I volunteered to be an Alateen Group Sponsor when a high school guidance counselor contacted Al‑Anon. The counselor knew about Alateen and had five students to refer to an Alateen group, which then formed very quickly out of necessity. The Alateens were all beginners. I was new both to Alateen service and to feeling feelings I hadn’t felt since childhood or my teen years as I listened to the teens share at meetings.
I made numerous announcements within Al‑Anon and A.A., placed ads in the local news‑paper, and participated in a radio interview. Yet, no new teens came to the group. The outcome was that the group closed because its five members graduated from high school and it was without new members. Perhaps Al‑Anon’s best kept secret is that there is help and hope for our children in Alateen.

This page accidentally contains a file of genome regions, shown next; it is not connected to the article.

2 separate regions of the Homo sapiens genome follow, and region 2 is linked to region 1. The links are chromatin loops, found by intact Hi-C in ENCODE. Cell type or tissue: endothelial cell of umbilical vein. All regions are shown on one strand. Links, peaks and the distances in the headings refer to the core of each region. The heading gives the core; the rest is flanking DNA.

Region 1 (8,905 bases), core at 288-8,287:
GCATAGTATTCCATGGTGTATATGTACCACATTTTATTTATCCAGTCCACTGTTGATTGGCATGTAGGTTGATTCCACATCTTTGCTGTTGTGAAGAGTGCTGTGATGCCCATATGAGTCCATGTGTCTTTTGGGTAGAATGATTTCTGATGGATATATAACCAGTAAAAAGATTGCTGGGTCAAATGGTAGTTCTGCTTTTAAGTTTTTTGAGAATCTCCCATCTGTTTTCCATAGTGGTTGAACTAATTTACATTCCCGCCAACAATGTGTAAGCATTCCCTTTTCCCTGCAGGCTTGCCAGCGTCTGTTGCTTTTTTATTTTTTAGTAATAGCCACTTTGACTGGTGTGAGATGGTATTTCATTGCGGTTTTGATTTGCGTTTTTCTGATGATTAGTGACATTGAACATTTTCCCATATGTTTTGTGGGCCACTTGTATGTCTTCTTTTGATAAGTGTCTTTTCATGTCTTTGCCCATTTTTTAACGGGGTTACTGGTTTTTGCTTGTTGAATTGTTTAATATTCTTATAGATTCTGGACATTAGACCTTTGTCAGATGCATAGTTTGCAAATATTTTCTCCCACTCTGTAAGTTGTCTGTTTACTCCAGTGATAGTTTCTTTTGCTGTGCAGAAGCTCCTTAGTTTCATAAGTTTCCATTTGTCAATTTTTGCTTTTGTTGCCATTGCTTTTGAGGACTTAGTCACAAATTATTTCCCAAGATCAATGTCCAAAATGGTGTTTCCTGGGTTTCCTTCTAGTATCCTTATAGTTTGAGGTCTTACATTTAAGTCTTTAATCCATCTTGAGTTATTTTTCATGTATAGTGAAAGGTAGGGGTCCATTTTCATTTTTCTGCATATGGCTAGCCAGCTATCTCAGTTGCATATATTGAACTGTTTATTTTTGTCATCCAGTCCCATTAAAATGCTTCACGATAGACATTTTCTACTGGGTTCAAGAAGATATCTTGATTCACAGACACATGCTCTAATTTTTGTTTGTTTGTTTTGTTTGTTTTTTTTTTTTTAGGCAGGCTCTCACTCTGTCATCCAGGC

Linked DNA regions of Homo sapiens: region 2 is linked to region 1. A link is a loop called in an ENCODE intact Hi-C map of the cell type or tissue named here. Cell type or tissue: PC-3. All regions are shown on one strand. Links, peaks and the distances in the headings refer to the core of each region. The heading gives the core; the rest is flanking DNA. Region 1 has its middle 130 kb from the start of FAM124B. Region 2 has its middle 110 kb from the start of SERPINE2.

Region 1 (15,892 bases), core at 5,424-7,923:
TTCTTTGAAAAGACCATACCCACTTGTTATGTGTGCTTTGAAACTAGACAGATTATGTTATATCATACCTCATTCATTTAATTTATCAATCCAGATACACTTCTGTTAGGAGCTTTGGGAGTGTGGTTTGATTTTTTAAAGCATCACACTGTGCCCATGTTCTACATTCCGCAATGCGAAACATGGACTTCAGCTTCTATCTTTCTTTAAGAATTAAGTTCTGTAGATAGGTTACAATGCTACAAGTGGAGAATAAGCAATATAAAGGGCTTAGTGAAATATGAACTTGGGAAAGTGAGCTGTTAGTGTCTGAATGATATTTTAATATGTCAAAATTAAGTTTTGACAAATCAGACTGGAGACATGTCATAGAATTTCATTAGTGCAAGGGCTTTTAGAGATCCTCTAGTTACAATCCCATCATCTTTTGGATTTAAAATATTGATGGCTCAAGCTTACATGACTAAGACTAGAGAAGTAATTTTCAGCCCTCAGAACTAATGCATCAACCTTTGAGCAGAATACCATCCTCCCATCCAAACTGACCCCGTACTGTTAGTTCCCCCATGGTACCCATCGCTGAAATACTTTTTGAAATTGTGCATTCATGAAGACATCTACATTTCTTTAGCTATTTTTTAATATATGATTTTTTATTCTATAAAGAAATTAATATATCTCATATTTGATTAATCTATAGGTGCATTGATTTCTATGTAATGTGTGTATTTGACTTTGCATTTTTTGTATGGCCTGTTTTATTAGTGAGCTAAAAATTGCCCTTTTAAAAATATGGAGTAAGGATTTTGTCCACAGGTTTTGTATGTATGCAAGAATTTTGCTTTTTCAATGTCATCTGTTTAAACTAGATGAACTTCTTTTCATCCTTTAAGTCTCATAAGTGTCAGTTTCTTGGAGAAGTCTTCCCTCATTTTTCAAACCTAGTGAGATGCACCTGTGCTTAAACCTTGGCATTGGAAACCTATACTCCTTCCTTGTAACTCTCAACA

The Alateen group I sponsored left an imprint on my heart. Later, my career at the World Service Office (WSO) began as the Alateen Assistant. Today, I respond to inquiries from mental health professionals and communicate with national nonprofit and governmental organizations that provide services to teens. My assignments often include collaboration with the Group Services/Alateen Staff, and I am also a certified Al‑Anon Member Involved in Alateen Service. However, the WSO’s outreach efforts are national in scope. Real recovery for teens happens at local Alateen meetings.
I think the best way for Al‑Anon members to support Alateen is by encouraging the teens in their families to attend Alateen. Public “inreach” within Al‑Anon is just as important as Public Outreach in our communities to help Alateen continue to exist and thrive. I am grateful to see the Alateens rushing through the doors of my home group into their weekly meeting. They are receiving the help and hope that I wish I had received at their age.
By Claire R., Associate Director—Public Outreach Professionals
The Forum, November 2019